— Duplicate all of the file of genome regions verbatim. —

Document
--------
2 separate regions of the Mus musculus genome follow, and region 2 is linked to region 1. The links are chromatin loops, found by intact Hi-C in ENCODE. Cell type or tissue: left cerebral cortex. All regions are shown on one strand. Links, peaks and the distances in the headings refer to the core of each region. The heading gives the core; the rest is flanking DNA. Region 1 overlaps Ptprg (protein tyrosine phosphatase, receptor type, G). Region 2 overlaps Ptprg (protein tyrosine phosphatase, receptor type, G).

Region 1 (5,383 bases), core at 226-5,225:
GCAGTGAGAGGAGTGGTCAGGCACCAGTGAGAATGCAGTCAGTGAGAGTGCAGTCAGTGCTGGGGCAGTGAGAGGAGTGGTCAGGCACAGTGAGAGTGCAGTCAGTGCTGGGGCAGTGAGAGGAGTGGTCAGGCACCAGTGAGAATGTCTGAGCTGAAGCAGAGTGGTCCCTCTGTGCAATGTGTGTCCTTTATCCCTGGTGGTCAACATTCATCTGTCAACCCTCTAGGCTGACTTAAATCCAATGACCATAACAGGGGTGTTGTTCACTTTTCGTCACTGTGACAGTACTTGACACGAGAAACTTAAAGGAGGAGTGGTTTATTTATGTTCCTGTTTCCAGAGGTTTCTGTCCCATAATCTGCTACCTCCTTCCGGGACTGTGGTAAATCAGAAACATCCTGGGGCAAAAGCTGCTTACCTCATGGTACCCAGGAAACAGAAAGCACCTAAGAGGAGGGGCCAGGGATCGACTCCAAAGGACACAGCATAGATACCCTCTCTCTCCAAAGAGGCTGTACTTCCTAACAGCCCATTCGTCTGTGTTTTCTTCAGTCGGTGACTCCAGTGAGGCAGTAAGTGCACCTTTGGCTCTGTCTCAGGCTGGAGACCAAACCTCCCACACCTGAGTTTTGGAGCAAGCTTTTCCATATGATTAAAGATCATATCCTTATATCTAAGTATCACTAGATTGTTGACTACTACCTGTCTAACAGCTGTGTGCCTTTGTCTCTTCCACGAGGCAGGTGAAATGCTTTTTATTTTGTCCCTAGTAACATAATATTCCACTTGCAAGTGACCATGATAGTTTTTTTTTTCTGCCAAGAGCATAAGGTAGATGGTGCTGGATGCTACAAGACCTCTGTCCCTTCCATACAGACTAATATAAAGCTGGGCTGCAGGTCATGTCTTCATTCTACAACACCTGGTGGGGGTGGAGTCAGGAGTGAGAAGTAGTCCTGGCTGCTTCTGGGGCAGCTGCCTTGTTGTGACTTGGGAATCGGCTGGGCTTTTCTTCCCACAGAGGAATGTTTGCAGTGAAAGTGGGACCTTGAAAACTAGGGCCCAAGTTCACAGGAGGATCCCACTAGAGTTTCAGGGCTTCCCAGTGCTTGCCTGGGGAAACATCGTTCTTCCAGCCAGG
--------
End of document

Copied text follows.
2 separate regions of the Mus musculus genome follow, and region 2 is linked to region 1. The links are chromatin loops, found by intact Hi-C in ENCODE. Cell type or tissue: left cerebral cortex. All regions are shown on one strand. Links, peaks and the distances in the headings refer to the core of each region. The heading gives the core; the rest is flanking DNA. Region 1 overlaps Ptprg (protein tyrosine phosphatase, receptor type, G). Region 2 overlaps Ptprg (protein tyrosine phosphatase, receptor type, G).

Region 1 (5,383 bases), core at 226-5,225:
GCAGTGAGAGGAGTGGTCAGGCACCAGTGAGAATGCAGTCAGTGAGAGTGCAGTCAGTGCTGGGGCAGTGAGAGGAGTGGTCAGGCACAGTGAGAGTGCAGTCAGTGCTGGGGCAGTGAGAGGAGTGGTCAGGCACCAGTGAGAATGTCTGAGCTGAAGCAGAGTGGTCCCTCTGTGCAATGTGTGTCCTTTATCCCTGGTGGTCAACATTCATCTGTCAACCCTCTAGGCTGACTTAAATCCAATGACCATAACAGGGGTGTTGTTCACTTTTCGTCACTGTGACAGTACTTGACACGAGAAACTTAAAGGAGGAGTGGTTTATTTATGTTCCTGTTTCCAGAGGTTTCTGTCCCATAATCTGCTACCTCCTTCCGGGACTGTGGTAAATCAGAAACATCCTGGGGCAAAAGCTGCTTACCTCATGGTACCCAGGAAACAGAAAGCACCTAAGAGGAGGGGCCAGGGATCGACTCCAAAGGACACAGCATAGATACCCTCTCTCTCCAAAGAGGCTGTACTTCCTAACAGCCCATTCGTCTGTGTTTTCTTCAGTCGGTGACTCCAGTGAGGCAGTAAGTGCACCTTTGGCTCTGTCTCAGGCTGGAGACCAAACCTCCCACACCTGAGTTTTGGAGCAAGCTTTTCCATATGATTAAAGATCATATCCTTATATCTAAGTATCACTAGATTGTTGACTACTACCTGTCTAACAGCTGTGTGCCTTTGTCTCTTCCACGAGGCAGGTGAAATGCTTTTTATTTTGTCCCTAGTAACATAATATTCCACTTGCAAGTGACCATGATAGTTTTTTTTTTCTGCCAAGAGCATAAGGTAGATGGTGCTGGATGCTACAAGACCTCTGTCCCTTCCATACAGACTAATATAAAGCTGGGCTGCAGGTCATGTCTTCATTCTACAACACCTGGTGGGGGTGGAGTCAGGAGTGAGAAGTAGTCCTGGCTGCTTCTGGGGCAGCTGCCTTGTTGTGACTTGGGAATCGGCTGGGCTTTTCTTCCCACAGAGGAATGTTTGCAGTGAAAGTGGGACCTTGAAAACTAGGGCCCAAGTTCACAGGAGGATCCCACTAGAGTTTCAGGGCTTCCCAGTGCTTGCCTGGGGAAACATCGTTCTTCCAGCCAGG